Summer Grilling Has Become High Tech and Low Fat
Summers were made for grilling out. There’s nothing like the smell of fresh-cut grass and a fully loaded barbecue on the weekend to ease the pains of a hard week at work.
For us men, there are a few toys we dream of owning: a convertible sports car, a Harley Davidson, a big 4×4 truck with huge mud tires. After a trip to Lancaster Gas and Patio Products on Battleground Road I found a new toy I’ve just got to have. After browsing around the store and talking grills for a while, manager John Weeks showed me the grill of all grills. The Ferrari of grills. The Harley V-Rod custom loaded with chrome of grills. The Toyota Tundra 4×4 with load muffler, souped-up V8 engine and monster truck tires big enough to run over everybody else in rush hour traffic of grills. It’s the ‘“Mack Daddy’” as Weeks put it. Are you ready?
It’s the Star grill with infra-red cooking grids at 1,050 degrees that sears the meat to hold in the juices, with a LCD displaying timers and temperature, a meat thermometer, halogen lights, and a grilling surface with chain-drive rotisserie that can hold up to 60 pounds of meat. This baby has 650 square inches of grilling space, a 252 square inch warming rack, infrared searing device that puts out 23,000 BTUs, smoker that puts out 5,000 BTUs, and the rotisserie gets 13,000 BTUs. Now that’s cooking with gas.
I could feel my testosterone level rising as I beheld the sight of the polished stainless steel and chrome beauty before me, and could picture myself wheeling her into place on my patio. But, alas, her $6,000 price tag is doomed to keep us apart.
Thus, I digest. Uh’…digress.
Summer is Lancaster Gas and Patio Products’ prime season of grill sales. They’ve got everything from your basic gas grills to the Star beauty mentioned above. Infrared cooking, as also mentioned, is now the way to go, says Weeks. Propane gas is used to heat a ceramic plate that in turn heats a wire grid to a cherry red. This extreme heat is what causes the meat to sear so quickly, Weeks says, and juices are caught below the meat and vaporized, sending the rich flavors back into the food.
‘“That’s how they cook in these upper-class restaurants, like Ruth’s Chris,’” he says.
The infrared process was started by a company called Tec (whose grills Lancaster’s also carries) as a way to bake paint enamels onto automobiles. One day, Weeks tells me, a couple of workers flipped the heat grids over and cooked some steaks on them for lunch. Thus the idea for putting the technology to use in grilling was born.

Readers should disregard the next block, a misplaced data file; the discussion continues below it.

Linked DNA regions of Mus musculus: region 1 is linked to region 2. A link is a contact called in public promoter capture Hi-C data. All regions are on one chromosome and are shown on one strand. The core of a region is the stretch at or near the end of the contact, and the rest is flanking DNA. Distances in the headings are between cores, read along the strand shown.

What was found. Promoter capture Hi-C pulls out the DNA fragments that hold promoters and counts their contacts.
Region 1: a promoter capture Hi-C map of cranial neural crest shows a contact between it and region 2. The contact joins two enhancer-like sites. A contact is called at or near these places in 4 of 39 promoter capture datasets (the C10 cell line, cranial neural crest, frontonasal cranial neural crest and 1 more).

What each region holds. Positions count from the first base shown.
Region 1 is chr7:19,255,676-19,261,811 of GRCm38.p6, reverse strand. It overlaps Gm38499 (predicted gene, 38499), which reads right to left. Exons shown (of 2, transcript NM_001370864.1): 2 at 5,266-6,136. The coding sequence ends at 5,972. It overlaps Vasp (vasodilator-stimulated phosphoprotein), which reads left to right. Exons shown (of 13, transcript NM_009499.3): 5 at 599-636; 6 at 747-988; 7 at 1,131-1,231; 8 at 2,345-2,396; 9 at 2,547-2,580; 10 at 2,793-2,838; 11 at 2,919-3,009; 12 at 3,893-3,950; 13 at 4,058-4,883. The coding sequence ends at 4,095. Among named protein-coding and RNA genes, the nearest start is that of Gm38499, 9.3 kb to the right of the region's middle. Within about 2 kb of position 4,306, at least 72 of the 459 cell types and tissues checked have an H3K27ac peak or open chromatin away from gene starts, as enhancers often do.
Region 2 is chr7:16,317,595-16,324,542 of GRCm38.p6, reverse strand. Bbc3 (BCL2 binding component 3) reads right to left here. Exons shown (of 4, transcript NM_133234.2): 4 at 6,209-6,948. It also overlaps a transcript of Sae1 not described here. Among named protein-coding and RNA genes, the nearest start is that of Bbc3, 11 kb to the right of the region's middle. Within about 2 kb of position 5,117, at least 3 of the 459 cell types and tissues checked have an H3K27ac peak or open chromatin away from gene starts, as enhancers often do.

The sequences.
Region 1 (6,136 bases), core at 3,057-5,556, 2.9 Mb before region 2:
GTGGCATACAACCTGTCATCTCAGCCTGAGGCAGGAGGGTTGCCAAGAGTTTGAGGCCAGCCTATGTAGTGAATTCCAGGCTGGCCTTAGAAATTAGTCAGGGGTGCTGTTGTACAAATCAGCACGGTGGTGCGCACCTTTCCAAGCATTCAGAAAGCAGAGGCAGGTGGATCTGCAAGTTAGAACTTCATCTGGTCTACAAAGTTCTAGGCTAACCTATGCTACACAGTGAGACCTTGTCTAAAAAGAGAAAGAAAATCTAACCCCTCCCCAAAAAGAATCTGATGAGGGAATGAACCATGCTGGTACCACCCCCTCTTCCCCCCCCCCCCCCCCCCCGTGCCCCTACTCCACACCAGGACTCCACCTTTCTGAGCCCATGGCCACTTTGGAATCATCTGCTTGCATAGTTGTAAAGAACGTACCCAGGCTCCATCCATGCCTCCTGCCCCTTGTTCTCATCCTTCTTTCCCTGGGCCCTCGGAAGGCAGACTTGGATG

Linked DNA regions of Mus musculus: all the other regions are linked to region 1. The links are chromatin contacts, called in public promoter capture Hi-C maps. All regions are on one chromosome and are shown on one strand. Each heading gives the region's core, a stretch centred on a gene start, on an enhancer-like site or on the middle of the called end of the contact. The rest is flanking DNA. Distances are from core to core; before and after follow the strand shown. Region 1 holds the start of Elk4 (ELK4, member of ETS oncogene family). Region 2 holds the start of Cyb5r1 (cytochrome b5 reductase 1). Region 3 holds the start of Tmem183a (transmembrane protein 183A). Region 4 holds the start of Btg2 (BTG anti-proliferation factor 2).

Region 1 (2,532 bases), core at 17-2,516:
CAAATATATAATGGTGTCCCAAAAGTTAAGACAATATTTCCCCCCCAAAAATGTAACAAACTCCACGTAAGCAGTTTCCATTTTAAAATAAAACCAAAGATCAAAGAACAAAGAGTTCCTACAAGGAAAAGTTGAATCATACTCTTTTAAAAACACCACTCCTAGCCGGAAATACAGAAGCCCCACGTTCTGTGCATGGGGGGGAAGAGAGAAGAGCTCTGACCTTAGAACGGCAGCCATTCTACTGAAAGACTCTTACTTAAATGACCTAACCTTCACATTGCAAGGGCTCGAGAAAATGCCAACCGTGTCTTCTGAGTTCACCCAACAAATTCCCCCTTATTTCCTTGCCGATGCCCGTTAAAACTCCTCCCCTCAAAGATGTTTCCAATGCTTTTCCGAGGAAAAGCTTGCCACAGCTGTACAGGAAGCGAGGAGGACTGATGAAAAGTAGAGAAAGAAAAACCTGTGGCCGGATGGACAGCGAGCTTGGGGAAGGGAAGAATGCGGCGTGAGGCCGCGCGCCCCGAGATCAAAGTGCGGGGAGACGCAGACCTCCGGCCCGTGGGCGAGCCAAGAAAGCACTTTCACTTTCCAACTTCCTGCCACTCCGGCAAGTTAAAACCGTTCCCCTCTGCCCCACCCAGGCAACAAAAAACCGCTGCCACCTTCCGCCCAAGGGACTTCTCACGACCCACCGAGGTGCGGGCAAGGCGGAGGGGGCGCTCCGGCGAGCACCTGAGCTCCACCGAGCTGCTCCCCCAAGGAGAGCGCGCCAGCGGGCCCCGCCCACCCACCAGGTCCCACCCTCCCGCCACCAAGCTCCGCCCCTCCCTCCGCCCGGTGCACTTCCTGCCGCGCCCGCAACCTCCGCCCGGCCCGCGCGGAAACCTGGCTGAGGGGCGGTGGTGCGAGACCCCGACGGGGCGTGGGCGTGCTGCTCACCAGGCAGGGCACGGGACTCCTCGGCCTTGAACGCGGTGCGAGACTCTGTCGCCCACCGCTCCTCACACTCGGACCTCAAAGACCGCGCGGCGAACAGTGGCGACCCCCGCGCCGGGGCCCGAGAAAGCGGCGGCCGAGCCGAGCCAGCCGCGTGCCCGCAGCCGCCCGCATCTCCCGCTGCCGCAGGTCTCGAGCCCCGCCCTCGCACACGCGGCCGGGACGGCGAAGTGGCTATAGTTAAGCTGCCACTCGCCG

For those who can’t make up their minds, Lancaster also carries grills that allow the user a choice. They can be easily converted from infrared to standard propane gas to charcoal if desired. All Lancaster’s grills are built in the USA, and most are backed with lifetime warranties on burners, cooking grids and housings.
Whether you’ve got the dough to put into one of these high-tech outdoor kitchens or just plan on using your old faithful charcoal grill like me, Weight Watchers has some healthy grilling tips we could all use.
Even though grilling is a healthier way to cook, Weight Watcher’s representative Lisa Craig says that grilling out doesn’t always equal low calorie. I myself am a huge fan of fat, juicy grilled burgers covered with cheese. Craig suggests using extra lean beef or turkey for healthier burgers and using turkey when cooking hot dogs. Grilling vegetables such as corn, squash and zucchini are good alternatives to chips and fries and can be enhanced for flavor with calorie-free spices and nonfat cooking sprays.
Fish is one of the healthiest options for grilling out. One of my favorites is grilling Salmon fillets sprinkled lightly with Cajun seasoning and cracked pepper. Before grilling I sear the fish in a skillet with a little olive oil to seal in the juices and blacken the top. Check out the Weight Watchers recipe for red snapper (below), which I can’t wait to try.
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